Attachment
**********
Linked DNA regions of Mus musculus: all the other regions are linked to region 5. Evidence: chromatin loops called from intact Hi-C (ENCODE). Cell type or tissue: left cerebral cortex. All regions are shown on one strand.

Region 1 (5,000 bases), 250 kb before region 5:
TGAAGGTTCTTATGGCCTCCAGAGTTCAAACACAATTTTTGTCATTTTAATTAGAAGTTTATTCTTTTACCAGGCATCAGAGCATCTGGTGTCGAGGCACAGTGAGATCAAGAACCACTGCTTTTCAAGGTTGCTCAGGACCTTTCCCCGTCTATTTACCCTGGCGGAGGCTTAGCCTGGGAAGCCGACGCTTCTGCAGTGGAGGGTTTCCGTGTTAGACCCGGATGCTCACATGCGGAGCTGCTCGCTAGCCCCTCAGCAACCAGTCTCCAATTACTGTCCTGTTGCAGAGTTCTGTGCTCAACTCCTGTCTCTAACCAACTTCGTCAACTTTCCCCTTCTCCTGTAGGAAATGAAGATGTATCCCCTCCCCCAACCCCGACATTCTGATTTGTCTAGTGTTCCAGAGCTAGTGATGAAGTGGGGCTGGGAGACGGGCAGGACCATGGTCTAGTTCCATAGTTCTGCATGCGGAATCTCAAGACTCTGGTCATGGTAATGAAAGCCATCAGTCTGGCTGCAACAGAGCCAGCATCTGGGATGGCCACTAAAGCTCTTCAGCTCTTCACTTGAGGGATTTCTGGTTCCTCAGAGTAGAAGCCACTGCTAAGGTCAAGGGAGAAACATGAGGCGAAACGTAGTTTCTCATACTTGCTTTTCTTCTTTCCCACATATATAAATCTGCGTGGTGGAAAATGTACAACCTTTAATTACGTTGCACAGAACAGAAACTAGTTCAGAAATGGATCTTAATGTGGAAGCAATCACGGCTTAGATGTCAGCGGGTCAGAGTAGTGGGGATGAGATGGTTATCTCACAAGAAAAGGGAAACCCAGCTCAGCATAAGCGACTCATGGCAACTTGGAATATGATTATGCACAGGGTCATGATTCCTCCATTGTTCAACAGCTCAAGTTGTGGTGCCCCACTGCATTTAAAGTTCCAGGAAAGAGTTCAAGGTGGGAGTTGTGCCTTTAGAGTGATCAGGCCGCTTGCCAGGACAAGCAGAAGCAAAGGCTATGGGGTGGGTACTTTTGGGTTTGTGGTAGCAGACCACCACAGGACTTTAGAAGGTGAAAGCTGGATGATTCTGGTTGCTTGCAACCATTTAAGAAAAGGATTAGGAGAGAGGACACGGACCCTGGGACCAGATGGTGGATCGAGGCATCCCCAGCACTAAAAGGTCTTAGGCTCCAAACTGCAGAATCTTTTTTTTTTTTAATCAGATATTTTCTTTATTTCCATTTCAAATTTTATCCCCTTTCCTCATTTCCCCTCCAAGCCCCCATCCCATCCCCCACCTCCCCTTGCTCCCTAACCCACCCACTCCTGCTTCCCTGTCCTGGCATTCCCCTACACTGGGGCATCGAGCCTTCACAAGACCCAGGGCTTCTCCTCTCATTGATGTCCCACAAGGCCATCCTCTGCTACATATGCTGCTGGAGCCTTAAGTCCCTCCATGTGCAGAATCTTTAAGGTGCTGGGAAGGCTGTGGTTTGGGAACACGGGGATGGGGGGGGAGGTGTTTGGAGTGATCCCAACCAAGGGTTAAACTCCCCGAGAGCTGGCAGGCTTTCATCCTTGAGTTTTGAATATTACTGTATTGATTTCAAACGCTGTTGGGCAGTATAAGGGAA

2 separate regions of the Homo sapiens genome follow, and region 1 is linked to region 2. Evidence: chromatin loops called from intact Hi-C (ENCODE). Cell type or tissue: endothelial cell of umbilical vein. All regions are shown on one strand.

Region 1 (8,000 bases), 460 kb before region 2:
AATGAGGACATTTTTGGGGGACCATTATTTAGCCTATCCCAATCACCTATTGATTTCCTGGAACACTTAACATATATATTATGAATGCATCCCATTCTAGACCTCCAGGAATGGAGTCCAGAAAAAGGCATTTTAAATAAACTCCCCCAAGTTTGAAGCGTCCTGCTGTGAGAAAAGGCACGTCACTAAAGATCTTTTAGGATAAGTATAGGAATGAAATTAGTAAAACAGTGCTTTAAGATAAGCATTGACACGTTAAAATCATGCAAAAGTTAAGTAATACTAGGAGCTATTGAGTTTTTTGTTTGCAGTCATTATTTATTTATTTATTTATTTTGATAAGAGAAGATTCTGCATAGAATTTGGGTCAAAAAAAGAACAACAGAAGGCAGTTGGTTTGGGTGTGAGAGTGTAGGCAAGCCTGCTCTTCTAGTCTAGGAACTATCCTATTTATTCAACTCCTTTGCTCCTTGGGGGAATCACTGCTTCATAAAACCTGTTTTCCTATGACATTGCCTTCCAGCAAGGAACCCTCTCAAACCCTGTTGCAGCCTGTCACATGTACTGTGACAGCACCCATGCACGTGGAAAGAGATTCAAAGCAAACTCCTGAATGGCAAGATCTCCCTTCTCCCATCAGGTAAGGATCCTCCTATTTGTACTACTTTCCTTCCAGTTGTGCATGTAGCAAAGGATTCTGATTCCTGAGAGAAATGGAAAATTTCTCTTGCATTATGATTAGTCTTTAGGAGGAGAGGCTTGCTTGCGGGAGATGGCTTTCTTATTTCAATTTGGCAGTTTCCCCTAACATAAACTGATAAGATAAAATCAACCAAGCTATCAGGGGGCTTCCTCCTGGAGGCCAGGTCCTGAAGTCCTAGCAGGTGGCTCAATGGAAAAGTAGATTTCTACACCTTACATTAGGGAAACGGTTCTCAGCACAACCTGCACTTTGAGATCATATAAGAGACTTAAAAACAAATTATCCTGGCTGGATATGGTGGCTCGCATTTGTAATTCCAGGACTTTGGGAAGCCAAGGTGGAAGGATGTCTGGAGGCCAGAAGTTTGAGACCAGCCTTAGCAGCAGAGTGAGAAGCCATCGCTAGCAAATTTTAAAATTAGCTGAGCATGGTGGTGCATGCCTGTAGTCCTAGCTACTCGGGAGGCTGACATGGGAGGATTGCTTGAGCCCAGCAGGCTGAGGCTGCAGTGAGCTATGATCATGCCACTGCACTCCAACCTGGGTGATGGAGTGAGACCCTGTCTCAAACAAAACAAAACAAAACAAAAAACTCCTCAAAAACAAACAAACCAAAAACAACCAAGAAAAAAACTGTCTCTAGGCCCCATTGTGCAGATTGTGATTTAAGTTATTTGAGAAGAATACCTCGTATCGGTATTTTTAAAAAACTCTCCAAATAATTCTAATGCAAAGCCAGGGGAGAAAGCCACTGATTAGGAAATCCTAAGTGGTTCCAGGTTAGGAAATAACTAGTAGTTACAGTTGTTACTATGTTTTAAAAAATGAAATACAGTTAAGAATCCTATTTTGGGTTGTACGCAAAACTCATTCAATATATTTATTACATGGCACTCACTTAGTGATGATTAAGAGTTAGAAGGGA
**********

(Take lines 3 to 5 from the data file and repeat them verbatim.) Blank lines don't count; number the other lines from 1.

TGAAGGTTCTTATGGCCTCCAGAGTTCAAACACAATTTTTGTCATTTTAATTAGAAGTTTATTCTTTTACCAGGCATCAGAGCATCTGGTGTCGAGGCACAGTGAGATCAAGAACCACTGCTTTTCAAGGTTGCTCAGGACCTTTCCCCGTCTATTTACCCTGGCGGAGGCTTAGCCTGGGAAGCCGACGCTTCTGCAGTGGAGGGTTTCCGTGTTAGACCCGGATGCTCACATGCGGAGCTGCTCGCTAGCCCCTCAGCAACCAGTCTCCAATTACTGTCCTGTTGCAGAGTTCTGTGCTCAACTCCTGTCTCTAACCAACTTCGTCAACTTTCCCCTTCTCCTGTAGGAAATGAAGATGTATCCCCTCCCCCAACCCCGACATTCTGATTTGTCTAGTGTTCCAGAGCTAGTGATGAAGTGGGGCTGGGAGACGGGCAGGACCATGGTCTAGTTCCATAGTTCTGCATGCGGAATCTCAAGACTCTGGTCATGGTAATGAAAGCCATCAGTCTGGCTGCAACAGAGCCAGCATCTGGGATGGCCACTAAAGCTCTTCAGCTCTTCACTTGAGGGATTTCTGGTTCCTCAGAGTAGAAGCCACTGCTAAGGTCAAGGGAGAAACATGAGGCGAAACGTAGTTTCTCATACTTGCTTTTCTTCTTTCCCACATATATAAATCTGCGTGGTGGAAAATGTACAACCTTTAATTACGTTGCACAGAACAGAAACTAGTTCAGAAATGGATCTTAATGTGGAAGCAATCACGGCTTAGATGTCAGCGGGTCAGAGTAGTGGGGATGAGATGGTTATCTCACAAGAAAAGGGAAACCCAGCTCAGCATAAGCGACTCATGGCAACTTGGAATATGATTATGCACAGGGTCATGATTCCTCCATTGTTCAACAGCTCAAGTTGTGGTGCCCCACTGCATTTAAAGTTCCAGGAAAGAGTTCAAGGTGGGAGTTGTGCCTTTAGAGTGATCAGGCCGCTTGCCAGGACAAGCAGAAGCAAAGGCTATGGGGTGGGTACTTTTGGGTTTGTGGTAGCAGACCACCACAGGACTTTAGAAGGTGAAAGCTGGATGATTCTGGTTGCTTGCAACCATTTAAGAAAAGGATTAGGAGAGAGGACACGGACCCTGGGACCAGATGGTGGATCGAGGCATCCCCAGCACTAAAAGGTCTTAGGCTCCAAACTGCAGAATCTTTTTTTTTTTTAATCAGATATTTTCTTTATTTCCATTTCAAATTTTATCCCCTTTCCTCATTTCCCCTCCAAGCCCCCATCCCATCCCCCACCTCCCCTTGCTCCCTAACCCACCCACTCCTGCTTCCCTGTCCTGGCATTCCCCTACACTGGGGCATCGAGCCTTCACAAGACCCAGGGCTTCTCCTCTCATTGATGTCCCACAAGGCCATCCTCTGCTACATATGCTGCTGGAGCCTTAAGTCCCTCCATGTGCAGAATCTTTAAGGTGCTGGGAAGGCTGTGGTTTGGGAACACGGGGATGGGGGGGGAGGTGTTTGGAGTGATCCCAACCAAGGGTTAAACTCCCCGAGAGCTGGCAGGCTTTCATCCTTGAGTTTTGAATATTACTGTATTGATTTCAAACGCTGTTGGGCAGTATAAGGGAA

2 separate regions of the Homo sapiens genome follow, and region 1 is linked to region 2. Evidence: chromatin loops called from intact Hi-C (ENCODE). Cell type or tissue: endothelial cell of umbilical vein. All regions are shown on one strand.

Region 1 (8,000 bases), 460 kb before region 2: